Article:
A Screen Shot of Puppy Linux
At first, glance, however, the idea of creating a computer lab seems insane. It seems like it would involve a ton of fundraising and grant-writing and gaining district approval. However, the reality is that teachers can create an inexpensive computer lab on a shoe string budget. Here's why:
It's not hard to find donated computers. In fact, there is a grant teachers occasionally write their own that is available at Computers for Learning. The reality is that most teachers know twenty to thirty people who have old computers . . . or at least who could spread the news. Schools can be sketchy about accepting donations. However, it's possible to avoid the donation (and tax write-off) if that happens. My point is that this part is often the easiest.
So, with all these old computers, there will probably be a few basic necessecities. Teachers can easily spend about fifty bucks on surge protectors and another fifty to a hundred dollars on buying switches for internet. In most districts, blue chords will be free. Thus, an entire computer lab will cost close to a hundred dollars. New teachers can probably write a Wells Fargo grant and get the entire thing covered.
I know, I know, it sounds like an abysmal failure. A bunch of computers will be running on Windows 98. But there's an axiom I've learned: Linux covers a multitude of sins. Okay, maybe not sins, but certainly huge computer failures. If you don't believe me, test it out on an old computer. Download Puppy Linux or Damn Small Linux (which most Linux people now call DSL). Or, if you're computer is less than five years old, try out Ubuntu. Everything is free, so there are no site liscenes, no registration forms and no strings attached.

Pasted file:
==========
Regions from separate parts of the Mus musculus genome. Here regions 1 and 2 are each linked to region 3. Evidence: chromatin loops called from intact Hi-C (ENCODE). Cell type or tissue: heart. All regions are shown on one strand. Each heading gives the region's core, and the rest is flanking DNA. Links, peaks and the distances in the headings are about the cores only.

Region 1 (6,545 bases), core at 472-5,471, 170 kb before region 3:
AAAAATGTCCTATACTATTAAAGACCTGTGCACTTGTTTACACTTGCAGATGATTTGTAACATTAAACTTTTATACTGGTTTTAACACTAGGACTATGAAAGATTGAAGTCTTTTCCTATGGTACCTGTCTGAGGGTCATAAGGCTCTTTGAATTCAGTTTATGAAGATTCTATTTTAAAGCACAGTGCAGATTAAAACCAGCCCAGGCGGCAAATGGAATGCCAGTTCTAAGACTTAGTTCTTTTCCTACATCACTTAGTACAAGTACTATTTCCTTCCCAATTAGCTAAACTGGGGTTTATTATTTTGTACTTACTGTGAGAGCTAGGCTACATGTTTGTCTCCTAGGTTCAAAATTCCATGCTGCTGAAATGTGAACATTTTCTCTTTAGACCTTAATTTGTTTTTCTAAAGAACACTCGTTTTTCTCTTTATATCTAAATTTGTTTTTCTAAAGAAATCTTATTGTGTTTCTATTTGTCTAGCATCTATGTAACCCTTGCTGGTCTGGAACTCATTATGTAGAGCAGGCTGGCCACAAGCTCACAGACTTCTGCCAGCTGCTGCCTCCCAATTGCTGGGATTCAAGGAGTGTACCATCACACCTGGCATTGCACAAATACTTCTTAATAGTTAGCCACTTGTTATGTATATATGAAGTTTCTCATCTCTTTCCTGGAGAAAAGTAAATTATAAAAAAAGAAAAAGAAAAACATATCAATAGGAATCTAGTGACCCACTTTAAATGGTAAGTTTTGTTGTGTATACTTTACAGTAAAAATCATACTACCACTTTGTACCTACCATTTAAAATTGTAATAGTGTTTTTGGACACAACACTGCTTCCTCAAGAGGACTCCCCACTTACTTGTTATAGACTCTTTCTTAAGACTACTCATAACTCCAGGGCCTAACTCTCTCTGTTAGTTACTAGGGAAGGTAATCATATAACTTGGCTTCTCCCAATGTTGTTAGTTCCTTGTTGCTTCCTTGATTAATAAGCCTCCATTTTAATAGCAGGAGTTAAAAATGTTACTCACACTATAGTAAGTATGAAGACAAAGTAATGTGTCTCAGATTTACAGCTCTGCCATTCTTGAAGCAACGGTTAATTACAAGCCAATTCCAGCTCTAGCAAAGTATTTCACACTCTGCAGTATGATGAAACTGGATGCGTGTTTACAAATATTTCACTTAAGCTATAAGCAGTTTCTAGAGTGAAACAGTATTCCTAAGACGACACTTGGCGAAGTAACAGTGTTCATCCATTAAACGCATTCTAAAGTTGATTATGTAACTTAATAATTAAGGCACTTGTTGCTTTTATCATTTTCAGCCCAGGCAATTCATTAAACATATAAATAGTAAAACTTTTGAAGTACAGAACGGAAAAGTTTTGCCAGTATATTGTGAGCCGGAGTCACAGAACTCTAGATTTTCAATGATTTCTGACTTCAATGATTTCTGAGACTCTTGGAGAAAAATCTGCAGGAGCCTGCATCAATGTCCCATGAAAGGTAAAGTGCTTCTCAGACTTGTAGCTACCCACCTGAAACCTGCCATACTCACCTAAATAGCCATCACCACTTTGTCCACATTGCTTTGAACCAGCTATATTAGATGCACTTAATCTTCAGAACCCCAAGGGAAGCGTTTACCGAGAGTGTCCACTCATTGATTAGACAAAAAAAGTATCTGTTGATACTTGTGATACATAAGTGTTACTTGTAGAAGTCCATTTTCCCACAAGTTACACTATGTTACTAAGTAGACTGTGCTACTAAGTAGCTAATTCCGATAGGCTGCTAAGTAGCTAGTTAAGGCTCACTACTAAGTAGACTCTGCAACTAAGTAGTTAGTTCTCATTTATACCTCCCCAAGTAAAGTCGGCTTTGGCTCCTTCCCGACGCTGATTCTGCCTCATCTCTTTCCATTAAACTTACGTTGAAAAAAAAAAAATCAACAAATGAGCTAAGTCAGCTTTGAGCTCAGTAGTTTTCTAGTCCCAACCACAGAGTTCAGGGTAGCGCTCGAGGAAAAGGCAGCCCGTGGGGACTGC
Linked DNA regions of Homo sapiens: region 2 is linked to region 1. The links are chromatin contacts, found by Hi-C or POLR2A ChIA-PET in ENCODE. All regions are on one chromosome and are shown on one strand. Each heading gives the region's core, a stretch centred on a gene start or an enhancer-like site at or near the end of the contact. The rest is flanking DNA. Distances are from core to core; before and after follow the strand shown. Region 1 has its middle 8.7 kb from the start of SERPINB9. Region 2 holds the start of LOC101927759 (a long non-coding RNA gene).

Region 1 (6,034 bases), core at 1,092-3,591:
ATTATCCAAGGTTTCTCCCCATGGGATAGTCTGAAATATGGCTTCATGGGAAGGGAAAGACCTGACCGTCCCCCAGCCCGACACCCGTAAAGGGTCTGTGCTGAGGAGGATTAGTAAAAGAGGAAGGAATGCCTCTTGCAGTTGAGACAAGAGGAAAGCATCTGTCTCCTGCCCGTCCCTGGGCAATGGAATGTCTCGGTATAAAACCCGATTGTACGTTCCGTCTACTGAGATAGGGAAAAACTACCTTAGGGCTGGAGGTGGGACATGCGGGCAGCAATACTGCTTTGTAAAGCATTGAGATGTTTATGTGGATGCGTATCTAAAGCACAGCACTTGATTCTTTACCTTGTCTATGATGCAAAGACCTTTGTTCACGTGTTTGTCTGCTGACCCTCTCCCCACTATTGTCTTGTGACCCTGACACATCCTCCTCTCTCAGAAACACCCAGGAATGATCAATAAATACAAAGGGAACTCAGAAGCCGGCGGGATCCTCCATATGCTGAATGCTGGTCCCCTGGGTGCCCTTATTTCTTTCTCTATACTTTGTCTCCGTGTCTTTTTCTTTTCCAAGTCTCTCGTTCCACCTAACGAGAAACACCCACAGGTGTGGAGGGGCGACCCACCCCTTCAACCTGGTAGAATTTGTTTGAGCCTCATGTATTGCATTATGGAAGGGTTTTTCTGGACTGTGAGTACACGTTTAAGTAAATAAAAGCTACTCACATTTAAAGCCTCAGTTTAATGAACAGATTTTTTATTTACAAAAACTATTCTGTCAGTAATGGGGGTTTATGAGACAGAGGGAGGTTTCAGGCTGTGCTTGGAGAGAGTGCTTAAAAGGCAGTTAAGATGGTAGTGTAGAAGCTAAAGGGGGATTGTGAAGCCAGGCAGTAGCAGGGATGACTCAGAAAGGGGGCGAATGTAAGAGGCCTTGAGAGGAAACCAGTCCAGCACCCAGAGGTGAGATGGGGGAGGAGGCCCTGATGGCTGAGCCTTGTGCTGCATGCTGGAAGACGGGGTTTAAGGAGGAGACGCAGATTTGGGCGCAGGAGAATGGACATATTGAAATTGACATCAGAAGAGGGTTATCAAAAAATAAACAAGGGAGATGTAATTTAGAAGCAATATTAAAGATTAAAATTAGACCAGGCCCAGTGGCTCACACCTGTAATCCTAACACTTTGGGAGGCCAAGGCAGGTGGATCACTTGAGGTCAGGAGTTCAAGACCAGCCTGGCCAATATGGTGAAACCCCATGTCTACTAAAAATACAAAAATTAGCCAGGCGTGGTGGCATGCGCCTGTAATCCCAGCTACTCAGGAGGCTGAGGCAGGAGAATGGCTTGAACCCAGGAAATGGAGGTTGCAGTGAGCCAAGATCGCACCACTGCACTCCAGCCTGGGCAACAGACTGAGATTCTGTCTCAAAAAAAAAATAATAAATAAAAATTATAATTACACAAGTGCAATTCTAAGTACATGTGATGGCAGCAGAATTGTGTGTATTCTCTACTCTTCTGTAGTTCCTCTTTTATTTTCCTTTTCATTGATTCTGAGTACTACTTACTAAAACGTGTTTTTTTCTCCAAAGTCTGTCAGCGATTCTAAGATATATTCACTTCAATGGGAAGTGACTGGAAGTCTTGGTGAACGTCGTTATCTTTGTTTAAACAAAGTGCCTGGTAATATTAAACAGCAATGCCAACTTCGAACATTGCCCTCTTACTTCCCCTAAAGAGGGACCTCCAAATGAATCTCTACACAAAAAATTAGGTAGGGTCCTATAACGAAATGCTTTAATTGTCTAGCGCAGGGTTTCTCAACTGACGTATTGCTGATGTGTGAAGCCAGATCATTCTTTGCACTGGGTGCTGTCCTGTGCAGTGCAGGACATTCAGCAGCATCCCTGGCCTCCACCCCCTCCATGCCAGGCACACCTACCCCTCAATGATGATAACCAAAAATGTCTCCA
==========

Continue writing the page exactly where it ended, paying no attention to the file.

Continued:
In terms of office, the Open Office program works really well. It's also easy to load a linux version of CMAPS for basic concept maps and the PhotoGimp program allows students to do very basic picture editing. However, in using old computers, I'm more concerned with speed and functionality. The Linux developers have done a phenomenal job in maximizing the RAM so that tasks run smoothly.
In our class, we use many of the Web 2.0 tools (blogs, wikis, Google Docs, collective concept mapping, etc.) that are all internet-based. Students are always surprised by how quickly Firefox runs on Linux. As long as it's a PC, there is an easy-to-install Flash player, which will enable students to use most sites.
Here's a simple to-do list for this projec:
- Get permission to get computers donated
- Guarantee that I can get tables - my seating chart is basically a big circle where I can see all computers at all times
- Buy switches (fortunately I already have those cute little boxes, but they are selling for next to nothing on Craigs List and eBay)
- Get surge protectors (again, I have these already from my current class set-up)
- Start acquiring old computers
- Test out different versions of Linux to see which one I like best
- Set up computers at the tables
- Load my favorite Linx distro using a CD (or for some older computers a floppy disk)
- Load the Flash player on each computer (most Linux Distros don't have it pre-loaded)
I'll be posting video tutorials for creating a FreeLab within the next few weeks.